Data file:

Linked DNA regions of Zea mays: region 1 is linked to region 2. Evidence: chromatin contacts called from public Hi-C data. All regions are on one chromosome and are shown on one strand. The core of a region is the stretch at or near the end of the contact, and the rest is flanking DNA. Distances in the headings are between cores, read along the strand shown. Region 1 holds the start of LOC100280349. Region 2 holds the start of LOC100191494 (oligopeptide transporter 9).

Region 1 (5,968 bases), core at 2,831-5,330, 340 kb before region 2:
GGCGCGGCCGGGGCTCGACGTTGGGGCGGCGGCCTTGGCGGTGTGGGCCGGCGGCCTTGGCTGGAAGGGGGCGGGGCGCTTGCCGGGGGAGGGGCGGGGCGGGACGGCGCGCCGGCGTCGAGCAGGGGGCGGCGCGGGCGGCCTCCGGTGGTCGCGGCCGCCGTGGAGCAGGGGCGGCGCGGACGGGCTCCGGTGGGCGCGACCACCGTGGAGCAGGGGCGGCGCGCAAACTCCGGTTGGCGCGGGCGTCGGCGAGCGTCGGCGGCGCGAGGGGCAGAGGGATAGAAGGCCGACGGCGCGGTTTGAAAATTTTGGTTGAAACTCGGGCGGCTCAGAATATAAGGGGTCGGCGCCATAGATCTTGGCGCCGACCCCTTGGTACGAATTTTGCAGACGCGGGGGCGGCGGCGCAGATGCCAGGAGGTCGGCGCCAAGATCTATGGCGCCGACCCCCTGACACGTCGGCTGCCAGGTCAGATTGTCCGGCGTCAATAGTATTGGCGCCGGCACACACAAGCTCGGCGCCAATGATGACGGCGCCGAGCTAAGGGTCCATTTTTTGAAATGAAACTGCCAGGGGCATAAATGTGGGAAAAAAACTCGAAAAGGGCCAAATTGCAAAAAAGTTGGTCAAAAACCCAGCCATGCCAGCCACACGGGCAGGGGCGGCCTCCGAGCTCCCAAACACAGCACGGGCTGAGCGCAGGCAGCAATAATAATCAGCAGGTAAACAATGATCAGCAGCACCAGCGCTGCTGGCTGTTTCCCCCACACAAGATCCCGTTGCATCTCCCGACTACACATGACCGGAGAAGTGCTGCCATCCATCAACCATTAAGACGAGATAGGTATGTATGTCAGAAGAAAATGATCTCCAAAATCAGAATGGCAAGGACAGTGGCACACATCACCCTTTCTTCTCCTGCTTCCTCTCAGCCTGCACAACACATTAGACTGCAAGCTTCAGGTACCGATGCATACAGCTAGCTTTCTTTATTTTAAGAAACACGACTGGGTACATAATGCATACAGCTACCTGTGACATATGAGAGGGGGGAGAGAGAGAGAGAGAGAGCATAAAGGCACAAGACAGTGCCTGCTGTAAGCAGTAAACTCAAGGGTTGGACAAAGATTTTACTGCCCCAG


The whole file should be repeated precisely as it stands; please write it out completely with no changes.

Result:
Linked DNA regions of Zea mays: region 1 is linked to region 2. Evidence: chromatin contacts called from public Hi-C data. All regions are on one chromosome and are shown on one strand. The core of a region is the stretch at or near the end of the contact, and the rest is flanking DNA. Distances in the headings are between cores, read along the strand shown. Region 1 holds the start of LOC100280349. Region 2 holds the start of LOC100191494 (oligopeptide transporter 9).

Region 1 (5,968 bases), core at 2,831-5,330, 340 kb before region 2:
GGCGCGGCCGGGGCTCGACGTTGGGGCGGCGGCCTTGGCGGTGTGGGCCGGCGGCCTTGGCTGGAAGGGGGCGGGGCGCTTGCCGGGGGAGGGGCGGGGCGGGACGGCGCGCCGGCGTCGAGCAGGGGGCGGCGCGGGCGGCCTCCGGTGGTCGCGGCCGCCGTGGAGCAGGGGCGGCGCGGACGGGCTCCGGTGGGCGCGACCACCGTGGAGCAGGGGCGGCGCGCAAACTCCGGTTGGCGCGGGCGTCGGCGAGCGTCGGCGGCGCGAGGGGCAGAGGGATAGAAGGCCGACGGCGCGGTTTGAAAATTTTGGTTGAAACTCGGGCGGCTCAGAATATAAGGGGTCGGCGCCATAGATCTTGGCGCCGACCCCTTGGTACGAATTTTGCAGACGCGGGGGCGGCGGCGCAGATGCCAGGAGGTCGGCGCCAAGATCTATGGCGCCGACCCCCTGACACGTCGGCTGCCAGGTCAGATTGTCCGGCGTCAATAGTATTGGCGCCGGCACACACAAGCTCGGCGCCAATGATGACGGCGCCGAGCTAAGGGTCCATTTTTTGAAATGAAACTGCCAGGGGCATAAATGTGGGAAAAAAACTCGAAAAGGGCCAAATTGCAAAAAAGTTGGTCAAAAACCCAGCCATGCCAGCCACACGGGCAGGGGCGGCCTCCGAGCTCCCAAACACAGCACGGGCTGAGCGCAGGCAGCAATAATAATCAGCAGGTAAACAATGATCAGCAGCACCAGCGCTGCTGGCTGTTTCCCCCACACAAGATCCCGTTGCATCTCCCGACTACACATGACCGGAGAAGTGCTGCCATCCATCAACCATTAAGACGAGATAGGTATGTATGTCAGAAGAAAATGATCTCCAAAATCAGAATGGCAAGGACAGTGGCACACATCACCCTTTCTTCTCCTGCTTCCTCTCAGCCTGCACAACACATTAGACTGCAAGCTTCAGGTACCGATGCATACAGCTAGCTTTCTTTATTTTAAGAAACACGACTGGGTACATAATGCATACAGCTACCTGTGACATATGAGAGGGGGGAGAGAGAGAGAGAGAGAGCATAAAGGCACAAGACAGTGCCTGCTGTAAGCAGTAAACTCAAGGGTTGGACAAAGATTTTACTGCCCCAG